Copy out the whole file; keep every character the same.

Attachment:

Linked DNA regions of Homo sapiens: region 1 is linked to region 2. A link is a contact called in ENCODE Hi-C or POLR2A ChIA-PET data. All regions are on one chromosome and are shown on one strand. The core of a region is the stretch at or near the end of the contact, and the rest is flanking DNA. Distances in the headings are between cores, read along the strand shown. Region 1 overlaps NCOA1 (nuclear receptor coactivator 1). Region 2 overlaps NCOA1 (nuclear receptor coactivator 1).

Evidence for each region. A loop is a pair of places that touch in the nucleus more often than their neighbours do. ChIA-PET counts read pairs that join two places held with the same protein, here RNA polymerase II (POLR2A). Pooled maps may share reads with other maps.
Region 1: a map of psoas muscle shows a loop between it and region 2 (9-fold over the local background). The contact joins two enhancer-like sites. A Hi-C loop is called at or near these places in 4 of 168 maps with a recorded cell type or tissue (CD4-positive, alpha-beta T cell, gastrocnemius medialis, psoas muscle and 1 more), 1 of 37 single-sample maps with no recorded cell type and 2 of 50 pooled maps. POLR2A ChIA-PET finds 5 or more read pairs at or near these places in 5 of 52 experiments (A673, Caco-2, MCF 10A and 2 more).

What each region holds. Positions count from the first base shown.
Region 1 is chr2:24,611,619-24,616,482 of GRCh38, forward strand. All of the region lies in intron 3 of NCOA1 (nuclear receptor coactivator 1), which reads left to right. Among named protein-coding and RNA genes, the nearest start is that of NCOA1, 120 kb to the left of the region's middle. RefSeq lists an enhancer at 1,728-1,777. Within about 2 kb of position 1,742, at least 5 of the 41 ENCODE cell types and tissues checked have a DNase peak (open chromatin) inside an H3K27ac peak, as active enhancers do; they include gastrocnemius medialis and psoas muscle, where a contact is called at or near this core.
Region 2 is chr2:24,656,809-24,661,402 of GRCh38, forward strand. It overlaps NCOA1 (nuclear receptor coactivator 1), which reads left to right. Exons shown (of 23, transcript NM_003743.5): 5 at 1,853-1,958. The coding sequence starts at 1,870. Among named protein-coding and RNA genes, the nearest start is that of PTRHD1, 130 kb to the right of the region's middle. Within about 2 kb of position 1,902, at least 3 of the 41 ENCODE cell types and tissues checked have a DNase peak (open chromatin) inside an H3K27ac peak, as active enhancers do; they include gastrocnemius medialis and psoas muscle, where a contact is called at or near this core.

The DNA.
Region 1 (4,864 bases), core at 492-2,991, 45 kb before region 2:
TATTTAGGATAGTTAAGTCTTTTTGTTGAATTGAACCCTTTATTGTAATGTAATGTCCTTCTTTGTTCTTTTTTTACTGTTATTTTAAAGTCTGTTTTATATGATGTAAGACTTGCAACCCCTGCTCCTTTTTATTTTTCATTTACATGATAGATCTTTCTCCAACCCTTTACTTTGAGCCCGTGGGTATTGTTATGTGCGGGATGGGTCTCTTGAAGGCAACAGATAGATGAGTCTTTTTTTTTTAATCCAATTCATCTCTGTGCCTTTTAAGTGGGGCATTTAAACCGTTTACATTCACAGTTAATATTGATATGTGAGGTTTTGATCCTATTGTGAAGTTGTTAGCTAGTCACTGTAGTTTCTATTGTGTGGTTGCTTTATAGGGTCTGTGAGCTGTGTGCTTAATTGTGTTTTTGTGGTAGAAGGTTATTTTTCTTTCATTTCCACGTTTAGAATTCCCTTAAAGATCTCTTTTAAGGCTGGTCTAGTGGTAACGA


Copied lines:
Linked DNA regions of Homo sapiens: region 1 is linked to region 2. A link is a contact called in ENCODE Hi-C or POLR2A ChIA-PET data. All regions are on one chromosome and are shown on one strand. The core of a region is the stretch at or near the end of the contact, and the rest is flanking DNA. Distances in the headings are between cores, read along the strand shown. Region 1 overlaps NCOA1 (nuclear receptor coactivator 1). Region 2 overlaps NCOA1 (nuclear receptor coactivator 1).

Evidence for each region. A loop is a pair of places that touch in the nucleus more often than their neighbours do. ChIA-PET counts read pairs that join two places held with the same protein, here RNA polymerase II (POLR2A). Pooled maps may share reads with other maps.
Region 1: a map of psoas muscle shows a loop between it and region 2 (9-fold over the local background). The contact joins two enhancer-like sites. A Hi-C loop is called at or near these places in 4 of 168 maps with a recorded cell type or tissue (CD4-positive, alpha-beta T cell, gastrocnemius medialis, psoas muscle and 1 more), 1 of 37 single-sample maps with no recorded cell type and 2 of 50 pooled maps. POLR2A ChIA-PET finds 5 or more read pairs at or near these places in 5 of 52 experiments (A673, Caco-2, MCF 10A and 2 more).

What each region holds. Positions count from the first base shown.
Region 1 is chr2:24,611,619-24,616,482 of GRCh38, forward strand. All of the region lies in intron 3 of NCOA1 (nuclear receptor coactivator 1), which reads left to right. Among named protein-coding and RNA genes, the nearest start is that of NCOA1, 120 kb to the left of the region's middle. RefSeq lists an enhancer at 1,728-1,777. Within about 2 kb of position 1,742, at least 5 of the 41 ENCODE cell types and tissues checked have a DNase peak (open chromatin) inside an H3K27ac peak, as active enhancers do; they include gastrocnemius medialis and psoas muscle, where a contact is called at or near this core.
Region 2 is chr2:24,656,809-24,661,402 of GRCh38, forward strand. It overlaps NCOA1 (nuclear receptor coactivator 1), which reads left to right. Exons shown (of 23, transcript NM_003743.5): 5 at 1,853-1,958. The coding sequence starts at 1,870. Among named protein-coding and RNA genes, the nearest start is that of PTRHD1, 130 kb to the right of the region's middle. Within about 2 kb of position 1,902, at least 3 of the 41 ENCODE cell types and tissues checked have a DNase peak (open chromatin) inside an H3K27ac peak, as active enhancers do; they include gastrocnemius medialis and psoas muscle, where a contact is called at or near this core.

The DNA.
Region 1 (4,864 bases), core at 492-2,991, 45 kb before region 2:
TATTTAGGATAGTTAAGTCTTTTTGTTGAATTGAACCCTTTATTGTAATGTAATGTCCTTCTTTGTTCTTTTTTTACTGTTATTTTAAAGTCTGTTTTATATGATGTAAGACTTGCAACCCCTGCTCCTTTTTATTTTTCATTTACATGATAGATCTTTCTCCAACCCTTTACTTTGAGCCCGTGGGTATTGTTATGTGCGGGATGGGTCTCTTGAAGGCAACAGATAGATGAGTCTTTTTTTTTTAATCCAATTCATCTCTGTGCCTTTTAAGTGGGGCATTTAAACCGTTTACATTCACAGTTAATATTGATATGTGAGGTTTTGATCCTATTGTGAAGTTGTTAGCTAGTCACTGTAGTTTCTATTGTGTGGTTGCTTTATAGGGTCTGTGAGCTGTGTGCTTAATTGTGTTTTTGTGGTAGAAGGTTATTTTTCTTTCATTTCCACGTTTAGAATTCCCTTAAAGATCTCTTTTAAGGCTGGTCTAGTGGTAACGA